In addition, if you want to call a server, please don't say: "Garçon !", they don't like it. Use "Monsieur !".

February 26, 2015


I've always avoided calling waiters ''garçon'' in real life, though I never knew it was actually incorrect/offensive to do so, thanks! :)

February 26, 2015


There's a lot of back and forth on this thread about the waiter/waitress thing and I just want to clarify, English, as a language, evolves over time and, regardless of how you feel about it politically, many feminine forms of words are falling into disuse. We no longer distinguish between a blond and a blonde and when was the last time you called a dog a ❤❤❤❤❤, or seriously assumed that an actor could only be male? Outdated versions of lots of words exist and, in this case, holding to an antiquated rule is causing more confusion than it's clearing up which is the opposite of what language is supposed to do.

August 23, 2017


Insisting on the existing feminine version of some English words, even in disuse, raises your attention on the fact that French uses genders in a different way. Some professions do not have a feminine, like "un professeur", others do have a feminine and it is used, like "une serveuse".

So what counts more is that you demonstrate your full understanding of the French details, with everything you have at hand in English. Your translations will not be published and you are not expected to use your best, natural, stylish and usual English. I know it can be tough, but it's worth the effort because you will better memorize these nuances.

August 23, 2017


Actually, in the UK, we DO distinguish between blond (m) and blonde (f). We would only call a dog a ❤❤❤❤❤ if it were necessary to emphasize its gender. Most Brits use actor to describe both genders, but actress is still commonly used.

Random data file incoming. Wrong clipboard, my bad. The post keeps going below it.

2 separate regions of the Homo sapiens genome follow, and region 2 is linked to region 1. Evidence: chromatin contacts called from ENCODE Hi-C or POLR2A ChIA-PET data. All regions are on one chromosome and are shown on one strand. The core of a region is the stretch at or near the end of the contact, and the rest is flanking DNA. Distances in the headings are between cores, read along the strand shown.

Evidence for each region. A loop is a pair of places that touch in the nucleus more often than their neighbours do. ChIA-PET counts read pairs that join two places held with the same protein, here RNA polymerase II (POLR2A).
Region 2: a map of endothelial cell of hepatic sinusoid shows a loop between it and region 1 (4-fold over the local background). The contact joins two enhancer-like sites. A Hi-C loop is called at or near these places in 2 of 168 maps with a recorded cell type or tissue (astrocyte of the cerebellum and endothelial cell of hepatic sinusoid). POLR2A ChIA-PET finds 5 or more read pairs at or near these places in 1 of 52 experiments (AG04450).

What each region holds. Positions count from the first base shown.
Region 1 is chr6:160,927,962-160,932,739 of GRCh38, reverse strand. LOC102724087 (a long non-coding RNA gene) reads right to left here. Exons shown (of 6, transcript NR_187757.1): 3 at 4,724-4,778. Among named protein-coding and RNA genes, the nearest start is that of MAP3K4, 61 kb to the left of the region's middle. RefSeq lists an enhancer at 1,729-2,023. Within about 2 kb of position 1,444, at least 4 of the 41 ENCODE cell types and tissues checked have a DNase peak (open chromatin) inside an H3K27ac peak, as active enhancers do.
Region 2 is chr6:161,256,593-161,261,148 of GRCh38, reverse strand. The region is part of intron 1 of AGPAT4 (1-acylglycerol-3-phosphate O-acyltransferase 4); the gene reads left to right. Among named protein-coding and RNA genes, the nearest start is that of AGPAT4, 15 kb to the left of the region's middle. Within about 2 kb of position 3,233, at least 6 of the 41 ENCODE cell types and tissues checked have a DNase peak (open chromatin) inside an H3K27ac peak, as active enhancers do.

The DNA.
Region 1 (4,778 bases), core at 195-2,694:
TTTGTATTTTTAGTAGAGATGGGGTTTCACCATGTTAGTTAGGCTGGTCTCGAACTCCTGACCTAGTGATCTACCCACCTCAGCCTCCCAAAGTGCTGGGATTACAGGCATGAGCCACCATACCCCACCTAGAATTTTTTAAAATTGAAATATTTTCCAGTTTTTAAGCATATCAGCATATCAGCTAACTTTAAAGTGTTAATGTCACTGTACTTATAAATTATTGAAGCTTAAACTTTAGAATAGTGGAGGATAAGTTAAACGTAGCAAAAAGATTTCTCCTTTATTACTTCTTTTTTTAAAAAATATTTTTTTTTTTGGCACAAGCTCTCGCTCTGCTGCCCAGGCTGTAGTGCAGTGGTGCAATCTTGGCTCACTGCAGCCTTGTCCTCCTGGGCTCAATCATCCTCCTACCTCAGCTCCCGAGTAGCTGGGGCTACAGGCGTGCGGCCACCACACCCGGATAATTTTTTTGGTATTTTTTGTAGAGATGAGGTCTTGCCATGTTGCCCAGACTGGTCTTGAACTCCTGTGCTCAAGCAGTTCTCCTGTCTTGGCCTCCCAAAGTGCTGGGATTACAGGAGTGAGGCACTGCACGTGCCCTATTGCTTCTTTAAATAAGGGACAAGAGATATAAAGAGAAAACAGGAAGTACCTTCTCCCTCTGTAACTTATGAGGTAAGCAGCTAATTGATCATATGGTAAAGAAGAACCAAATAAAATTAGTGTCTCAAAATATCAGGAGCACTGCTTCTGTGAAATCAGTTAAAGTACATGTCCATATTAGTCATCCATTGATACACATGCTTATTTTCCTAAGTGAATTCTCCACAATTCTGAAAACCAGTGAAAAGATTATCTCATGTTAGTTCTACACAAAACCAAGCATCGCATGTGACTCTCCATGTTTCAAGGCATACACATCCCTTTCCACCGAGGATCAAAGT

November 20, 2018


Ditto all the comments before. The system does not recognize a correct answer but only accepts the masculine form.

June 30, 2018


Since the speaker was a woman, I typed "Je suis serveuse," and was marked incorrect. Strange!

September 18, 2018


Why trananslating «A waiter» into «Un serveur» not accepted? Why «A waiter» is just a «Serveur» ???

May 10, 2016


I don't understand why you can't use the article 'un serveur' . can anyone help me?

May 15, 2017


It is just a grammar rule: when stating a profession with the verb être (+ devenir, rester), professions are used as adjectives and therefore do not have an article.

The exception is when the profession is further described, like "je suis un serveur de grand talent".

May 15, 2017

  • 1564

In another exercise, "c'est un policier", "un" was mandatory. Why?

August 1, 2018

  • 1564

This is inconsistent with the explanation given by you, above.

August 1, 2018


Yes the article should be accepted if there is an article in the English translation. Otherwise why include the clue in French under the English word in the question.

November 9, 2017


Both are correct, artificial non-intelligence.

November 4, 2018


Soon, "waitress" will be completely unacceptable and they will have to change their answer ;)

January 2, 2019